FCC approves $26.5 billion T-Mobile and Sprint merger

Posted:
in General Discussion edited October 2019
The Federal Communications Commission has given the green light for the merger between T-Mobile and Sprint, with Wednesday's vote of approval for the joining of the two companies being one of the last hurdles needed to be cleared for the transaction to proceed.




The vote was split along party lines, with Chairman Ajit Pai and the two Republican commissioners approving the $26.5 billion deal while the pair of Democrat commissioners voted to deny the merger. The FCC is anticipated to release the text of the approval order before the end of this month.

The approval was first reported by Reuters, and marks the last approval needed to be granted by a US government regulator before it could proceed. The U.S. Department of Justice offered its approval of the merger in July, though with the added requirement the combined entity to support eSIM technology.

The two denouncing commissioners have already passed comment on the merger, with Commissioner Jessica Rosenworcel arguing in The Atlantic the deal will "only hurt consumers" with price surges and job losses. Rosenworcel highlights how mergers in a concentrated market lead to price gouging, such as baggage fees and smaller seats for airlines and the price rises of pharmaceuticals, suggesting "There's no reason to think the mobile phone industry will be different."

A similar story is offered by Commissioner Geoffrey Starks, accusing the majority voters of turning "to the parties for paper-thin commitments that they will expand broadband access and the deployment of 5G. But these promises cannot mask reality. You don't need to be an expert to know that going from four wireless carriers to three will hurt competition."

While the merger has passed practically all regulatory hurdles, it still has one more to go before it can proceed. A bipartisan lawsuit from 13 state attorneys general and the District of Columbia is needed to conclude for the merger to resolve.

The group of state attorneys are concerned the merger isn't the best deal for consumers, againt with issues over reduced competition in the marketplace. The effective turning of Dish Network into a potential fourth major carrier is also given a dim view by New York Attorney General Letitia James.

"The promises made by Dish and T-Mobile in this deal are the kinds of promises only robust competition can guarantee," The Verge reports James as claiming in July following the DOJ approval of the deal. "We have serious concerns that cobbling together this new fourth mobile player, with the government picking winners and losers, will not address the merger's harm to consumers, workers, and innovation."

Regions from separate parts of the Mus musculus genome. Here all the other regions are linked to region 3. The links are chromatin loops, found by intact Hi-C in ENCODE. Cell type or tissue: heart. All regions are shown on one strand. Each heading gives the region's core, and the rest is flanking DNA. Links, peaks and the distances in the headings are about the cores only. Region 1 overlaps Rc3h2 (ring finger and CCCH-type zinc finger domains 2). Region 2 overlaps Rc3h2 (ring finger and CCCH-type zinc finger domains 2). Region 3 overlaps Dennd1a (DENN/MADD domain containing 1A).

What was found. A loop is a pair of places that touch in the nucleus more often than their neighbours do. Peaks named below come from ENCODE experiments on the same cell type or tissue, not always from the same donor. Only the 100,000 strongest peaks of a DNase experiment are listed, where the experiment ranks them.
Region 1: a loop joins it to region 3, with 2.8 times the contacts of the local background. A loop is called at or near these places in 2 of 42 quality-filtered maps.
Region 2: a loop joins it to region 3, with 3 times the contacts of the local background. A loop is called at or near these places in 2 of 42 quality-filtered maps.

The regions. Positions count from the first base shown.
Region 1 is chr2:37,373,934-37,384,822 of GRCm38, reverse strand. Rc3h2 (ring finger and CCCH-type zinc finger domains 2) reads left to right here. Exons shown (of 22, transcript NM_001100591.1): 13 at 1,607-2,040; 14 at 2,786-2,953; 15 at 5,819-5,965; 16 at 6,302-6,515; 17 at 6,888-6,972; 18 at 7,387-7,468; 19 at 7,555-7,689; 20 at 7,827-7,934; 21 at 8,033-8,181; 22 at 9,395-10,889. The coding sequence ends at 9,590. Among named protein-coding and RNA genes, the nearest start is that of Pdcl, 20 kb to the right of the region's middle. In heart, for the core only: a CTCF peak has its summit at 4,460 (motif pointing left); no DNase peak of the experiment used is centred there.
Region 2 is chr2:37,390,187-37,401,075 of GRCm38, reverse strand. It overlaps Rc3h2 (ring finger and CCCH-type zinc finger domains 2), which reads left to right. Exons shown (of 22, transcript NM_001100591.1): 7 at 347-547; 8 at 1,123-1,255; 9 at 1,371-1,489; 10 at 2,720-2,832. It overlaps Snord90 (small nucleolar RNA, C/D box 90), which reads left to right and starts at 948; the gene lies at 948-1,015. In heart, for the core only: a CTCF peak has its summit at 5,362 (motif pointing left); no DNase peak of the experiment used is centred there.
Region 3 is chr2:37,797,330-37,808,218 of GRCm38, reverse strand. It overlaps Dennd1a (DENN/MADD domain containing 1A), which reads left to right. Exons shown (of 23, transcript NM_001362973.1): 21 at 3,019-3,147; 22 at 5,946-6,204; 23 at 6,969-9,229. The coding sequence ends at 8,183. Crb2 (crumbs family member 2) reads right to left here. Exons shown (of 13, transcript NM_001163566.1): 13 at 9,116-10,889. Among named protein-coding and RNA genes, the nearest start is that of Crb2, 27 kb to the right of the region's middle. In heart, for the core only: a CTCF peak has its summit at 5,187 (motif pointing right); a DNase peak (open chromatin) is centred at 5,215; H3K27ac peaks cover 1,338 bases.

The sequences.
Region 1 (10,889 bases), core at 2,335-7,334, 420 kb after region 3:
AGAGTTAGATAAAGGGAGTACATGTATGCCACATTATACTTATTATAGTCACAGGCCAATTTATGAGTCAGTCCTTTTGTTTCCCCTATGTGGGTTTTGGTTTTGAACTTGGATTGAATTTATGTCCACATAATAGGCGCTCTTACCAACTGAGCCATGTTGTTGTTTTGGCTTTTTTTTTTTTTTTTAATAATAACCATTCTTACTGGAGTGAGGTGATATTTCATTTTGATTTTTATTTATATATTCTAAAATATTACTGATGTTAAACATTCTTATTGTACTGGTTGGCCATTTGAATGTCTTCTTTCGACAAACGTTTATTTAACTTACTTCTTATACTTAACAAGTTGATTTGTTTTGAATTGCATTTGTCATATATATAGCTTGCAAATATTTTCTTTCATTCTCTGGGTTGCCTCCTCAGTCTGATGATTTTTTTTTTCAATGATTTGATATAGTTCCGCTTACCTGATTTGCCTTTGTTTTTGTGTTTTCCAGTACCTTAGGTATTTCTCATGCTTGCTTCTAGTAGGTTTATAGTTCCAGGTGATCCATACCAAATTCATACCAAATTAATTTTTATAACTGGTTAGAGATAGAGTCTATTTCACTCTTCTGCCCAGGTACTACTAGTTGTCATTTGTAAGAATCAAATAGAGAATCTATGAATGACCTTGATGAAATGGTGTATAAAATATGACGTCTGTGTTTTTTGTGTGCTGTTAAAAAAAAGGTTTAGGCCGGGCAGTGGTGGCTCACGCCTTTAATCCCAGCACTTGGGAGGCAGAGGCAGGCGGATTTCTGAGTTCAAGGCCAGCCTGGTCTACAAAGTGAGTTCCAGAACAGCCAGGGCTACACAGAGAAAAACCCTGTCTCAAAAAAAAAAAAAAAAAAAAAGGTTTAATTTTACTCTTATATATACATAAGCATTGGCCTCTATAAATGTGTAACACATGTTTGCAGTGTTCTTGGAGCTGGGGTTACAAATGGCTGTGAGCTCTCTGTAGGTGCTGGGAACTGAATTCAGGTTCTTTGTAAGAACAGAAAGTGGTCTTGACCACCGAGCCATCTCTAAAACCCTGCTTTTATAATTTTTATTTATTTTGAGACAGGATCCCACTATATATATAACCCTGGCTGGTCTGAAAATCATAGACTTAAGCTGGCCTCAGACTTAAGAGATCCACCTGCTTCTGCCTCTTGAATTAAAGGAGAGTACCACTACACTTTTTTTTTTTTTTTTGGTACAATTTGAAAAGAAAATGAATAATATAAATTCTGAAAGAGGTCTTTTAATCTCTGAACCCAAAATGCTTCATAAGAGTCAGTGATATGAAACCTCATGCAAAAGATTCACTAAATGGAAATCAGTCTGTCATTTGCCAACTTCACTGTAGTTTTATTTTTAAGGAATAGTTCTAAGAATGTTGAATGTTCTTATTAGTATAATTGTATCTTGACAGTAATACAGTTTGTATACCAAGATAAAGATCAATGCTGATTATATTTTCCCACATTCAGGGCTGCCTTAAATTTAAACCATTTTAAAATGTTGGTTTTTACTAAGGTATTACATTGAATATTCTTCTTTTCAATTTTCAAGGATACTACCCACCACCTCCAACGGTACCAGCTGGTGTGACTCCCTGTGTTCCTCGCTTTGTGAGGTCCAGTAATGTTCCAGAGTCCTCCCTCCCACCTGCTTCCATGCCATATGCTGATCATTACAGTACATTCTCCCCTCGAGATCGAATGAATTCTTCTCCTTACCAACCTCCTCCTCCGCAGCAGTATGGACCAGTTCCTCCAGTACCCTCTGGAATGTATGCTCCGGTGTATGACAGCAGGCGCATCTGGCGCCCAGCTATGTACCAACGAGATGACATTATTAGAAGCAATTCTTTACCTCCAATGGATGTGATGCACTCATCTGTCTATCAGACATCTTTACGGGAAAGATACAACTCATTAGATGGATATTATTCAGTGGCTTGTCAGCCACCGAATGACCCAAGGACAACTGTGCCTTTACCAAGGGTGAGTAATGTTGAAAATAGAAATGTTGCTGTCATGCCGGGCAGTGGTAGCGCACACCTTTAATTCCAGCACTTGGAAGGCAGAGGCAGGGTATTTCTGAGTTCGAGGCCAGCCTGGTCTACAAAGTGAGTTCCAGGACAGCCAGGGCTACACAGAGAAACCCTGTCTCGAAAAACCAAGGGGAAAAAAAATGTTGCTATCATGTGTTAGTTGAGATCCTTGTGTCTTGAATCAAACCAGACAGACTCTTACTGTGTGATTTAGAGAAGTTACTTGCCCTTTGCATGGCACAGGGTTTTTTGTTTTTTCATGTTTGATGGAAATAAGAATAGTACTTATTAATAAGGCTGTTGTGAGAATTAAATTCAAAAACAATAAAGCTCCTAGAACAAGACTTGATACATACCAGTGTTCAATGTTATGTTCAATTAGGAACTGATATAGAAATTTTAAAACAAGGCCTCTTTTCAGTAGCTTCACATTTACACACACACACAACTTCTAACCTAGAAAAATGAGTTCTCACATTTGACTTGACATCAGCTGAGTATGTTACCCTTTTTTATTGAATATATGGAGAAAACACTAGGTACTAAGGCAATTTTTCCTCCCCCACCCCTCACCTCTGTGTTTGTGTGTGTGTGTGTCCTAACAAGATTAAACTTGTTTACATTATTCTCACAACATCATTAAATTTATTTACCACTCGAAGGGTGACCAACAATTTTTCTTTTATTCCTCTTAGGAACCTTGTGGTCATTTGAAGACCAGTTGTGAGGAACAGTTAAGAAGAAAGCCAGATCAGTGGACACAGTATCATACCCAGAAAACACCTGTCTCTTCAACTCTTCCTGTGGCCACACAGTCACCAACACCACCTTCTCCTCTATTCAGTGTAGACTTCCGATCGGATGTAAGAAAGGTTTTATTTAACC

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Comments

  • Reply 1 of 24
    Except that Sprint is not a significant driving force for lower prices. T-Mobile has been—first with separating device financing from mobile service, and then by pushing unlimited for a reasonable price. Sprint, like the other carriers, simply followed.

    T-Mobile’s approach has been in response to Verizon, not Sprint. Losing Sprint as a separate carrier will not affect consumers’ wallets anytime soon and possibly never.

    Though I dislike Sprint so I’m bugged by the merger with T-Mobile. But if the new entity continues the same approach as T-Mobile then I’ll have nothing legitimate to complain about.
    602warrenretrogustocurtis hannahcy_starkmanlongpathn2itivguycornchipllamarepressthis
  • Reply 2 of 24
    We actually have six wireless networks in the US. C-Spire and US Cellular both operate independent networks, though they don’t have coverage in every state.  The opposition claims we’ll be left with only 3 networks, which if true would still be enough to foster good competition, but there will actually be 5 instead of the current 6.  As a T Mobile customer I am looking forward to this merger as it will likely drastically improve already greatly expanding coverage. 
    edited October 2019 cy_starkmanlongpathn2itivguycornchiprepressthis
  • Reply 3 of 24
    Good.
    mdriftmeyer
  • Reply 4 of 24